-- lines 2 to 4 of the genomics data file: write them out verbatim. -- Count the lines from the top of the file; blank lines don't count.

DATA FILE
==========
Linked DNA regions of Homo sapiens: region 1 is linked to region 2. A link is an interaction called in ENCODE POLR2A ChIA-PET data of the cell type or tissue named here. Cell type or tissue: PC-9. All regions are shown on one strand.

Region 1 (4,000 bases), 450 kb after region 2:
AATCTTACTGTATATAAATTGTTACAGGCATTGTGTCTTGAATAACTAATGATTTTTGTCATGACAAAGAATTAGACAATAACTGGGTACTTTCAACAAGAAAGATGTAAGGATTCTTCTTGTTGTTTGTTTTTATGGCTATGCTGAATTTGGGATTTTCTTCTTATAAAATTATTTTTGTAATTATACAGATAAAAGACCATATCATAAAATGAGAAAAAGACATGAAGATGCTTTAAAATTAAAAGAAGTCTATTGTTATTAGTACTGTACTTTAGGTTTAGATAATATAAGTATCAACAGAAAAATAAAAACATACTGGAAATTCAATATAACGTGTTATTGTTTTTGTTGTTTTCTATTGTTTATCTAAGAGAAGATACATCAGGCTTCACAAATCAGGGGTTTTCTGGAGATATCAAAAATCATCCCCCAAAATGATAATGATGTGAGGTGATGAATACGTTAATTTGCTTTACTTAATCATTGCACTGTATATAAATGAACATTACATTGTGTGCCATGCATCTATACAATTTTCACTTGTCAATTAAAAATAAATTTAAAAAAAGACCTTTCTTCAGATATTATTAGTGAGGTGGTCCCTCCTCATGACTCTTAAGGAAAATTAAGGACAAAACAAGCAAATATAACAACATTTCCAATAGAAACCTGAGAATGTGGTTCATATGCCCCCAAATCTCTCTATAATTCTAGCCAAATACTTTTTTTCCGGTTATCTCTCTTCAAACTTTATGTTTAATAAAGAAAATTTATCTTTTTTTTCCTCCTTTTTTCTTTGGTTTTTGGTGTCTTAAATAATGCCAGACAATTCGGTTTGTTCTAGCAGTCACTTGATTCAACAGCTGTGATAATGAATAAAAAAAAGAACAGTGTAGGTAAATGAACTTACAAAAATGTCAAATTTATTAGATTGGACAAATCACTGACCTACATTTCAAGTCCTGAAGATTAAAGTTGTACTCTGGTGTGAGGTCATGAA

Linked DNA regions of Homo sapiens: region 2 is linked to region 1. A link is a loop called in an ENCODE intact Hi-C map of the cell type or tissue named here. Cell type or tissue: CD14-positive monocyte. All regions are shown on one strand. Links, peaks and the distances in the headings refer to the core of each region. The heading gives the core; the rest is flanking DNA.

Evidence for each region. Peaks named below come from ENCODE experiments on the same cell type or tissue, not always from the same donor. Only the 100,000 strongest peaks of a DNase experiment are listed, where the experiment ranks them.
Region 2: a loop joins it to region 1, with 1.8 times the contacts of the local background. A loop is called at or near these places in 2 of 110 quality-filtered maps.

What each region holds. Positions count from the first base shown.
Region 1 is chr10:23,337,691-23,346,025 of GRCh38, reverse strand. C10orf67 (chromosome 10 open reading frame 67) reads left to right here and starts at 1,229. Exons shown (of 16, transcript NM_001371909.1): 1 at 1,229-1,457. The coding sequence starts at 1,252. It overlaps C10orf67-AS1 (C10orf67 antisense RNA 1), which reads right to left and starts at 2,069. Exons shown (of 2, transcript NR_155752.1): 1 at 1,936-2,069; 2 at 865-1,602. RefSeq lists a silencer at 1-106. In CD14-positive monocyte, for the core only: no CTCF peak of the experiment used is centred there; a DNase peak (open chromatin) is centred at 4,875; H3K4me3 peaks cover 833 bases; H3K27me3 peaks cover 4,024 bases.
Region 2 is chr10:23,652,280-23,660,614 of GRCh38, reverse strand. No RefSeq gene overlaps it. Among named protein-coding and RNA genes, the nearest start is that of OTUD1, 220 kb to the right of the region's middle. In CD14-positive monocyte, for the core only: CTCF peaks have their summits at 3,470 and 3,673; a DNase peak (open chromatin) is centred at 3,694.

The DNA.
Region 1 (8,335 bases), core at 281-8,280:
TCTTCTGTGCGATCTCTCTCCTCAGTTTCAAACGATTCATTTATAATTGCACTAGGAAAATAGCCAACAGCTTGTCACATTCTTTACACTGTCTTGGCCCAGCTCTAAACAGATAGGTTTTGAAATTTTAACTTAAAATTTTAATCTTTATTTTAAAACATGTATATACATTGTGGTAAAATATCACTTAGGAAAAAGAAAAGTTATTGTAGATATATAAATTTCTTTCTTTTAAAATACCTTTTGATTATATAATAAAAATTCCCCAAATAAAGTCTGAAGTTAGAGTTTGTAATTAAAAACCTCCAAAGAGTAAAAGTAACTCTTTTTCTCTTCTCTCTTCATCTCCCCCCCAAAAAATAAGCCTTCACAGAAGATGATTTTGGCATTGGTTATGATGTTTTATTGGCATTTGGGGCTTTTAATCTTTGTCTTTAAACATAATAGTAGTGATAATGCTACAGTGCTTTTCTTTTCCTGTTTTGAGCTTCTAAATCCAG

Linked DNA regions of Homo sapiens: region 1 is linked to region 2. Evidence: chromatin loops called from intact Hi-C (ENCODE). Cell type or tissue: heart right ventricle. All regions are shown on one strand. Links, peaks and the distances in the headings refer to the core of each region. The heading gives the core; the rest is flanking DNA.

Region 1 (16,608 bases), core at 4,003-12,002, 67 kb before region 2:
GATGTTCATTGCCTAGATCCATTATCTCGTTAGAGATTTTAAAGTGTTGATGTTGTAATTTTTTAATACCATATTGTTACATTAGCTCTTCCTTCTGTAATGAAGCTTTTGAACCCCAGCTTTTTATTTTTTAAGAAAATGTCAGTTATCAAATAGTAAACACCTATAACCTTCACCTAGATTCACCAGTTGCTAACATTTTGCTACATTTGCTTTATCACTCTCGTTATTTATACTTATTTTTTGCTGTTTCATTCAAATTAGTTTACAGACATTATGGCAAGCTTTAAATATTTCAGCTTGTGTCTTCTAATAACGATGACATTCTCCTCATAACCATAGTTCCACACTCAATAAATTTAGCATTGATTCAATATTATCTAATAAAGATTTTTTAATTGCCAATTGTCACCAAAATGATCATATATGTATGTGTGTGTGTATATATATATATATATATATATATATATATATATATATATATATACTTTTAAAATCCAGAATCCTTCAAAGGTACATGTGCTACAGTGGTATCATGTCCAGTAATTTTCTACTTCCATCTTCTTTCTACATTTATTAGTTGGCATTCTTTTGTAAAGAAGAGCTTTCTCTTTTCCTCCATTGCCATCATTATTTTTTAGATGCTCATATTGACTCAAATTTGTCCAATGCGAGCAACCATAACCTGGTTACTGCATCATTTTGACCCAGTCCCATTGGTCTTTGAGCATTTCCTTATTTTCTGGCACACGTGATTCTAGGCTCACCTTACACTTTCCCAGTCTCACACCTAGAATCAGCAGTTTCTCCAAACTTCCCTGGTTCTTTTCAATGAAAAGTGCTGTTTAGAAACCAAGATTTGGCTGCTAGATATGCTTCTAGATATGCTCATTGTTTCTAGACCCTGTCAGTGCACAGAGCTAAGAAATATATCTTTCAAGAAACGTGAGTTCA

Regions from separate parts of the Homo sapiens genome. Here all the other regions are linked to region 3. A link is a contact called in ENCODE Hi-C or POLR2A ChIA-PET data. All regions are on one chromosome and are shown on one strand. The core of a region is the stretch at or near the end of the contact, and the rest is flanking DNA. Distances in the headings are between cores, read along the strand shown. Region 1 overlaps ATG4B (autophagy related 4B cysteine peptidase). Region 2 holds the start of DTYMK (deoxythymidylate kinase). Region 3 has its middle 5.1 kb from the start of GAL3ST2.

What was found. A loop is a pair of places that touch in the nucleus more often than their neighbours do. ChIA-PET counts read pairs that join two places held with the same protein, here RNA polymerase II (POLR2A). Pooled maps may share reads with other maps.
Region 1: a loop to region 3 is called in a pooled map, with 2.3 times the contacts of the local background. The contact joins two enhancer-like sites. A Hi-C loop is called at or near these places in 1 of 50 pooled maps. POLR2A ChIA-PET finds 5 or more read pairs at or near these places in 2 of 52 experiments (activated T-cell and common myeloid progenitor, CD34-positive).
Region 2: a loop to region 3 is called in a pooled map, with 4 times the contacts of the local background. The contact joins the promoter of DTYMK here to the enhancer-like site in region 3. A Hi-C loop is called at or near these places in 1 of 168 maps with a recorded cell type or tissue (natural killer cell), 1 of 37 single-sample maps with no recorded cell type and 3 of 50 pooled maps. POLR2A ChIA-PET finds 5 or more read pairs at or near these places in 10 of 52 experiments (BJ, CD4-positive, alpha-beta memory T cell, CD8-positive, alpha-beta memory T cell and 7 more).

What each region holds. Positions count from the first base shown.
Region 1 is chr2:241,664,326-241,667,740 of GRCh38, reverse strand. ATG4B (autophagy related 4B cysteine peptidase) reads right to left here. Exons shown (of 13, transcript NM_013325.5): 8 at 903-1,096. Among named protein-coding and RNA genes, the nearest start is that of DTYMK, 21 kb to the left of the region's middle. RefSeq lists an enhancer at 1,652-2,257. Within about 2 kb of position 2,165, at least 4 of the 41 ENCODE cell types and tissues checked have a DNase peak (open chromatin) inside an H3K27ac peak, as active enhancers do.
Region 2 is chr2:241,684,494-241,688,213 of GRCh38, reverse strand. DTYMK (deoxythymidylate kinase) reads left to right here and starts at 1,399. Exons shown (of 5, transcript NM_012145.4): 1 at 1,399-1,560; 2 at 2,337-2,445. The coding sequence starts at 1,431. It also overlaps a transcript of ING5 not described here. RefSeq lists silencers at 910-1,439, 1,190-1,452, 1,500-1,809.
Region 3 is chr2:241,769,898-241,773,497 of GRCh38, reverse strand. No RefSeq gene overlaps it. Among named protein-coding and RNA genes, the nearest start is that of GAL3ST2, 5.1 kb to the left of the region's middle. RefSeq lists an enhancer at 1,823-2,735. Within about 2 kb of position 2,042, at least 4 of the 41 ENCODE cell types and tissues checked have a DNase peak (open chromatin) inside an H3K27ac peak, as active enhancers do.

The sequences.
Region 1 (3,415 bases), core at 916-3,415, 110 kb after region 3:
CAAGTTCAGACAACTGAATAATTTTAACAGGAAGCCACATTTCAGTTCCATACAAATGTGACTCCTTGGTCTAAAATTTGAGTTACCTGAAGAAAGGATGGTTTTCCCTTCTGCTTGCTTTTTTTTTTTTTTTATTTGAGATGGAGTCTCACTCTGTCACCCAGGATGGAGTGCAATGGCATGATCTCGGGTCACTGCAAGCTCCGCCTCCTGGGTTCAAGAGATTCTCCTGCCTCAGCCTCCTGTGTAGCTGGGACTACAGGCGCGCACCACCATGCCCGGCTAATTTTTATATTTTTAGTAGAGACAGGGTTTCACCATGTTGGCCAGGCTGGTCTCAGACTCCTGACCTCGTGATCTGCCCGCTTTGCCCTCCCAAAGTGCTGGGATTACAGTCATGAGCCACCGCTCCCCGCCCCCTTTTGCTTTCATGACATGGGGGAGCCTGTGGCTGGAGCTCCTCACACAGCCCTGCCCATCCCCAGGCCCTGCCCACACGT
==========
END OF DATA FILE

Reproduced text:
Region 1 (4,000 bases), 450 kb after region 2:
AATCTTACTGTATATAAATTGTTACAGGCATTGTGTCTTGAATAACTAATGATTTTTGTCATGACAAAGAATTAGACAATAACTGGGTACTTTCAACAAGAAAGATGTAAGGATTCTTCTTGTTGTTTGTTTTTATGGCTATGCTGAATTTGGGATTTTCTTCTTATAAAATTATTTTTGTAATTATACAGATAAAAGACCATATCATAAAATGAGAAAAAGACATGAAGATGCTTTAAAATTAAAAGAAGTCTATTGTTATTAGTACTGTACTTTAGGTTTAGATAATATAAGTATCAACAGAAAAATAAAAACATACTGGAAATTCAATATAACGTGTTATTGTTTTTGTTGTTTTCTATTGTTTATCTAAGAGAAGATACATCAGGCTTCACAAATCAGGGGTTTTCTGGAGATATCAAAAATCATCCCCCAAAATGATAATGATGTGAGGTGATGAATACGTTAATTTGCTTTACTTAATCATTGCACTGTATATAAATGAACATTACATTGTGTGCCATGCATCTATACAATTTTCACTTGTCAATTAAAAATAAATTTAAAAAAAGACCTTTCTTCAGATATTATTAGTGAGGTGGTCCCTCCTCATGACTCTTAAGGAAAATTAAGGACAAAACAAGCAAATATAACAACATTTCCAATAGAAACCTGAGAATGTGGTTCATATGCCCCCAAATCTCTCTATAATTCTAGCCAAATACTTTTTTTCCGGTTATCTCTCTTCAAACTTTATGTTTAATAAAGAAAATTTATCTTTTTTTTCCTCCTTTTTTCTTTGGTTTTTGGTGTCTTAAATAATGCCAGACAATTCGGTTTGTTCTAGCAGTCACTTGATTCAACAGCTGTGATAATGAATAAAAAAAAGAACAGTGTAGGTAAATGAACTTACAAAAATGTCAAATTTATTAGATTGGACAAATCACTGACCTACATTTCAAGTCCTGAAGATTAAAGTTGTACTCTGGTGTGAGGTCATGAA

Linked DNA regions of Homo sapiens: region 2 is linked to region 1. A link is a loop called in an ENCODE intact Hi-C map of the cell type or tissue named here. Cell type or tissue: CD14-positive monocyte. All regions are shown on one strand. Links, peaks and the distances in the headings refer to the core of each region. The heading gives the core; the rest is flanking DNA.